Like almost everything else in life, your response to money is largely dictated by your personality. Your personality is mostly shaped by behaviors observed from individual life experiences, starting from a young age. How you behave when it comes to money and the decisions you make around it can greatly influence your financial situation.
Money personality types and their corresponding character traits have long been classified into various groups by a multitude of experts over the years. Here we have sectioned them into seven different types. Most people can identify with aspects of several of these money personality or style profiles, however, the key is to find the type that most closely matches your behavior, the majority of the time.
Understanding your money personality can be helpful in shaping your approach to spending, saving, and investing.
The Hoarder | Worrier
Money hoarders are typically very risk-averse. No matter how much money they may have, hoarders are typically constantly worried that they could lose it at any time and that they don’t have enough. Money equals security for this type, they worry about having enough funds if there was an emergency or if they will have what they need for retirement.
Working with an advisor can be helpful to this money type, as they can assist in identifying the right investment approach and level of risk that feels comfortable. Having a plan can help ease feelings of worry but also create greater opportunities to have their money “working” for them.
The Compulsive Saver
Like their money-hoarder friends, compulsive savers find security in the belief that saving money is the only way to actually feel secure in life. Compulsive savers are notorious for being frugal and endlessly stocking away money. Often times these individuals put money in savings with no actual financial end goal in mind. They regularly restrict spending on things they consider unnecessary or frivolous.
Financial goal setting and budgeting for items that aren’t “needs” but rather for enjoyment can be helpful to this money type.
The Compulsive Spender | Binger
As the compulsive saver’s archnemesis, the compulsive spender will go to extremes spending away their money and not necessarily on things that they need or ultimately like.
Since their spending is not premeditated but rather spontaneous, this person will often treat friends, family, or co-workers for no particular reason. They are viewed as generous but often they use their money to win over others. This money type also uses spending as a way to cope with feelings or escape from emotional distress.
One word, budget! This type can greatly benefit from a well-planned budget and a little self-awareness, especially in highly stressful or emotional times.
The Compulsive Moneymaker | Accumulator
This money type knows the secret to happiness (or at least they believe it will bring happiness), earning more money! They can be workaholics, spending most of their time and energy trying to make as much money as possible. They take pleasure in receiving recognition and approval from others as a result of their financial success. Their main financial goal is accumulating as much money as possible.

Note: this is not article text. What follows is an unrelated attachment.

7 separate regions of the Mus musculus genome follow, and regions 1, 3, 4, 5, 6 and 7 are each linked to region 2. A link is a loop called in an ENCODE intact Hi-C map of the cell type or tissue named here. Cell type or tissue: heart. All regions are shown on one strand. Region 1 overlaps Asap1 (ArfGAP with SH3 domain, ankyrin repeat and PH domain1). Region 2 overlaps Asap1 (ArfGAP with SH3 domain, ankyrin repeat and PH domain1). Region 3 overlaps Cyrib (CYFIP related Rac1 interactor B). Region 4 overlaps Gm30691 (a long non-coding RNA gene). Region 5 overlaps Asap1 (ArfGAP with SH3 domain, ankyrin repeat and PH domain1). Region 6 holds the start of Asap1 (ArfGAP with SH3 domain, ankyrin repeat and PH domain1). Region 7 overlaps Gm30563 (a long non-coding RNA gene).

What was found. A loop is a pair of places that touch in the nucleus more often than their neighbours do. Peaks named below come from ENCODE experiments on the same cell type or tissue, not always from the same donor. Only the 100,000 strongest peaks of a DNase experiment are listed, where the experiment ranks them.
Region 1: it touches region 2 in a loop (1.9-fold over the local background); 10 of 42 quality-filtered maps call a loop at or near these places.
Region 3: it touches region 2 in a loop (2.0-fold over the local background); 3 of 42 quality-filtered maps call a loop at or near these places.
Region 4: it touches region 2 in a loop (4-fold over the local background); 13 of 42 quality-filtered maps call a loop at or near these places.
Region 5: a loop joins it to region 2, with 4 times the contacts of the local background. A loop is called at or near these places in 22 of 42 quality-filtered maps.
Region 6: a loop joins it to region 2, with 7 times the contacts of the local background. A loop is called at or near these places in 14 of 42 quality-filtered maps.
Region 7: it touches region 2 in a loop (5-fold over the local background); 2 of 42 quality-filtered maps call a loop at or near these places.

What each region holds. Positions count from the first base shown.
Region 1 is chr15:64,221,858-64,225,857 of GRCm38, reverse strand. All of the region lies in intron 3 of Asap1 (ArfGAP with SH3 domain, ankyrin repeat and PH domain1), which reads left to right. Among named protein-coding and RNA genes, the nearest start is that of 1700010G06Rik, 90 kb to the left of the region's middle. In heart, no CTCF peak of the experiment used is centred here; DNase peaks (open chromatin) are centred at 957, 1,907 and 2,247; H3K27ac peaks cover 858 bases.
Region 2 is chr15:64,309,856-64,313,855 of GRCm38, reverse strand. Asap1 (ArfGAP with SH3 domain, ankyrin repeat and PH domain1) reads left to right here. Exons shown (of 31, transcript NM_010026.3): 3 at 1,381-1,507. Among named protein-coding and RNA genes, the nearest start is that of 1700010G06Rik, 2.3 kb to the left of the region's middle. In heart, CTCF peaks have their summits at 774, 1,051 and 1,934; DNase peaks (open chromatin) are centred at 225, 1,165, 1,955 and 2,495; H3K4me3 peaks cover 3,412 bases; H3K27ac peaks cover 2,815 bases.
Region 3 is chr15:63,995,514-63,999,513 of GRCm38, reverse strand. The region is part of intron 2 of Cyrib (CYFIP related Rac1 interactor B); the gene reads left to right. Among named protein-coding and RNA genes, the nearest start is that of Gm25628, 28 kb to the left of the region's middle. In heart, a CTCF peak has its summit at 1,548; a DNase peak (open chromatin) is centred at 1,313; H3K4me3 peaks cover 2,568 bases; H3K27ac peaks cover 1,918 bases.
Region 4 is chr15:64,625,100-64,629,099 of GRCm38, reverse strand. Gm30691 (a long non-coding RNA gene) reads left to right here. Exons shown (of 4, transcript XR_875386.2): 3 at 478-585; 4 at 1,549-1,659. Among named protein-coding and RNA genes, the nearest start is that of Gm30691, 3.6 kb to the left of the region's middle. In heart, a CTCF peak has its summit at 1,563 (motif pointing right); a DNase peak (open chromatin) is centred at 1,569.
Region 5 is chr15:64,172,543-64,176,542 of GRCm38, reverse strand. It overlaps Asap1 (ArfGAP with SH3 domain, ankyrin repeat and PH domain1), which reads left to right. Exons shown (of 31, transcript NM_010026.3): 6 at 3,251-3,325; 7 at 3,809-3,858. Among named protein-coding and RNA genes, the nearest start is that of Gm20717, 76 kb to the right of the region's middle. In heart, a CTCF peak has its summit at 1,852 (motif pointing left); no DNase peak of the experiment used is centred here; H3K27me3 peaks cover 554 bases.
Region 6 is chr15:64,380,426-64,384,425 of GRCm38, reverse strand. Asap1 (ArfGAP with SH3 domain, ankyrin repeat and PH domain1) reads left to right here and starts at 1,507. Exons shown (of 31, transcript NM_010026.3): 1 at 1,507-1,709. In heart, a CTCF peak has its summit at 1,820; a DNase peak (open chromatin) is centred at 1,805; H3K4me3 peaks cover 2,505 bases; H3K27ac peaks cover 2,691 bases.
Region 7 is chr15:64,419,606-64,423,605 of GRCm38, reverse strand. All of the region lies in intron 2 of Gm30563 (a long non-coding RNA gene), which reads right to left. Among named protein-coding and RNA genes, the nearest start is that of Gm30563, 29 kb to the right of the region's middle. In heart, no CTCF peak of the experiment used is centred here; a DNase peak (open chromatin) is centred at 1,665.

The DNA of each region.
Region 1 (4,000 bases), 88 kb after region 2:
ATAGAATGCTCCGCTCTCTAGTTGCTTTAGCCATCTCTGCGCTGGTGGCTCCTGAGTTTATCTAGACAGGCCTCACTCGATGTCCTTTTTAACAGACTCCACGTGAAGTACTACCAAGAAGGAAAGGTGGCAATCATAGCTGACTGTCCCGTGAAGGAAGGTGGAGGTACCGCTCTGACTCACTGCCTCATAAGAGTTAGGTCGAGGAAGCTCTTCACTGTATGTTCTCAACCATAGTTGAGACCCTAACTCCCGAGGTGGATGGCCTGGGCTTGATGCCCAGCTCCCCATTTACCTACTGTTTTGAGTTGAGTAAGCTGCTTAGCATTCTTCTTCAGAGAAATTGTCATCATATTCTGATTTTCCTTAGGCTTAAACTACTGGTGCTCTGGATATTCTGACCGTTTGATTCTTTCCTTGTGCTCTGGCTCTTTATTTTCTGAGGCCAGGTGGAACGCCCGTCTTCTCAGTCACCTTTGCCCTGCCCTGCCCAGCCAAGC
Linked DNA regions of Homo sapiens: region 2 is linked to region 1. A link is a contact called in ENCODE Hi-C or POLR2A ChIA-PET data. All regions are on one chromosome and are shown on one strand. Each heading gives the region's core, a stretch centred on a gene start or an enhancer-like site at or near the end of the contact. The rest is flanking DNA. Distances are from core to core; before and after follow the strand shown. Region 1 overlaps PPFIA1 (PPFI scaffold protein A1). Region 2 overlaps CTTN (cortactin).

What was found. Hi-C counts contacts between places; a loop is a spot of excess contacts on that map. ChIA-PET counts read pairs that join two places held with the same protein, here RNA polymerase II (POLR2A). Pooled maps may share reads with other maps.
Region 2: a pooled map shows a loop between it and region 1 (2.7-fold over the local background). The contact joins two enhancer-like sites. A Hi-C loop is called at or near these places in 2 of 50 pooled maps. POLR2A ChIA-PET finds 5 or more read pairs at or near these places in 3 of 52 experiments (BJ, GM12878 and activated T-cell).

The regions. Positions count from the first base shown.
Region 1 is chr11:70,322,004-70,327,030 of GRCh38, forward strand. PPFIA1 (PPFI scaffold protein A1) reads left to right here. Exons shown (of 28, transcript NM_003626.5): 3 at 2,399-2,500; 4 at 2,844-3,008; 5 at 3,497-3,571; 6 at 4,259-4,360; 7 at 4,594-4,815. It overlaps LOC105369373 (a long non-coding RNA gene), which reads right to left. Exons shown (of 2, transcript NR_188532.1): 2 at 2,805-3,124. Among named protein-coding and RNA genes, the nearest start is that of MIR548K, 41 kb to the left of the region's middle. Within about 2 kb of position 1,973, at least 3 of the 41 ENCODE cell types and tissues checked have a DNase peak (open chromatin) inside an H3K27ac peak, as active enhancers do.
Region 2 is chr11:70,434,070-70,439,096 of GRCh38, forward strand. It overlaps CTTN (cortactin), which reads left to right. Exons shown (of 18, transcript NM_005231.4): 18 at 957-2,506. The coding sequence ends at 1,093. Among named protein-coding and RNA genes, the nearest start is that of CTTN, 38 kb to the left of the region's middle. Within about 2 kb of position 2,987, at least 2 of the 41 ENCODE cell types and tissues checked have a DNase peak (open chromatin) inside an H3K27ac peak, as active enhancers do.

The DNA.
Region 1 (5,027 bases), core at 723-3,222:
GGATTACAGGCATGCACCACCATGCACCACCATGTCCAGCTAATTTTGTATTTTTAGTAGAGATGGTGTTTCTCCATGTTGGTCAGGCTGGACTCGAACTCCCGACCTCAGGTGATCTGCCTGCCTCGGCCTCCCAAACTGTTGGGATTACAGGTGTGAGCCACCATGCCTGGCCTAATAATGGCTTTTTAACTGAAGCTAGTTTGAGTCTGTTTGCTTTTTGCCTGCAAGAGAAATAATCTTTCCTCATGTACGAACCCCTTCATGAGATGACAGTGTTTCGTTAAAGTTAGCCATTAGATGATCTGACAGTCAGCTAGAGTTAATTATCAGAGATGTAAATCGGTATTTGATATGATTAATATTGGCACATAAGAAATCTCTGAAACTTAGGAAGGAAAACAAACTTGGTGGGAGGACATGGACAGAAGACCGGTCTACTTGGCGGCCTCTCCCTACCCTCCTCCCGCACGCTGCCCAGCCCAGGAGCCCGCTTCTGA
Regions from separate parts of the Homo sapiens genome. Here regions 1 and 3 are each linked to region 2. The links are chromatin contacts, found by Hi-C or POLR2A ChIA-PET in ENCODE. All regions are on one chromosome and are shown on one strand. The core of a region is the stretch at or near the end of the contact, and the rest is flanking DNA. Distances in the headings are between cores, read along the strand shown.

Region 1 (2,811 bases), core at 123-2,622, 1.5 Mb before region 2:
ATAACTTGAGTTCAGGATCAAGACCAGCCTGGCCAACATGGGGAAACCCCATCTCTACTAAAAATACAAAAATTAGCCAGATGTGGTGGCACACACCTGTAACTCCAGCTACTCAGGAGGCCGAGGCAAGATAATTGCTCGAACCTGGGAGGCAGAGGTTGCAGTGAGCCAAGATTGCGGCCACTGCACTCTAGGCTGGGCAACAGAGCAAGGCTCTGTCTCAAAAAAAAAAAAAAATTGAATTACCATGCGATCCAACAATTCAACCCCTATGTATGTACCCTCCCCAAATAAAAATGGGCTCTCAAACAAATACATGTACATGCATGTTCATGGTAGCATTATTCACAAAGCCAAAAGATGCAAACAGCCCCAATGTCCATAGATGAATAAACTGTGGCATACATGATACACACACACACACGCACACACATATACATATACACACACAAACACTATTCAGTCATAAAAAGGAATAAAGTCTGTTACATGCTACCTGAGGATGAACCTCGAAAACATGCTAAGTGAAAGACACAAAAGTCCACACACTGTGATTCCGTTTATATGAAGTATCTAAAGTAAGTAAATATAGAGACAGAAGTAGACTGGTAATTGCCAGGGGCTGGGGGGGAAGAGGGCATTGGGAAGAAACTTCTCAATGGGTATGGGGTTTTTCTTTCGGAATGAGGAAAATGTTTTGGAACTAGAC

Volunteering, scheduling a vacation or donating to a cherished cause can help this type to remember that life is about more than just money. They will have to be intentional about incorporating these types of experiences into their life, so they don’t neglect loved ones or other aspects of their lives.
Great risks and the promise of big rewards are what thrill the gambler. The gambler shares similar traits with compulsive moneymakers and compulsive spenders. They seek pleasure so a big reward can help them gain the gratification that they crave. This money type will often gamble with money as a means to escape boredom.
Setting a budget and creating financial safeguards can be helpful to this type, as well as, intentionally setting aside some of their money each month or paycheck before they pull the trigger on big financial decisions.
The Money Monk
What is money? That is the question. Often indifferent, the money monk rarely gives a thought to money as they feel that it should have no bearing or influence on important life decisions. However, this type can have negative views about money, considering it to be corrupt or bad. Their greater purpose in life is not focused on money.
This type must be careful not to ignore money matters. These individuals can do well if they make it a habit to check in on their expenses. It’s very easy for unexpected financial surprises to pop up by not keeping tabs on their money.
The Free Spirit | Nomad
This money type identifies with several of the other money personalities and will flow in and out of them. Some may consider them financially “bipolar”. The free spirit on one hand can be very generous and then very stingy much like the hoarder on the other. They can loathe the idea of being a financial burden to someone but on the same token have zero whims about relying on others.
Detailing priorities and creating a budget to support them can be very useful to this money type. Even if they find themselves flowing from one type to the other, mindfully abiding by their budget can help to create restraint and keep them on track.
Understanding your money personality and the challenges that come with it can help you to improve your relationship with money and your overall financial well-being. Managing your money involves self-awareness; knowing where you stand will allow you to modify your behavior to better achieve your financial and life goals.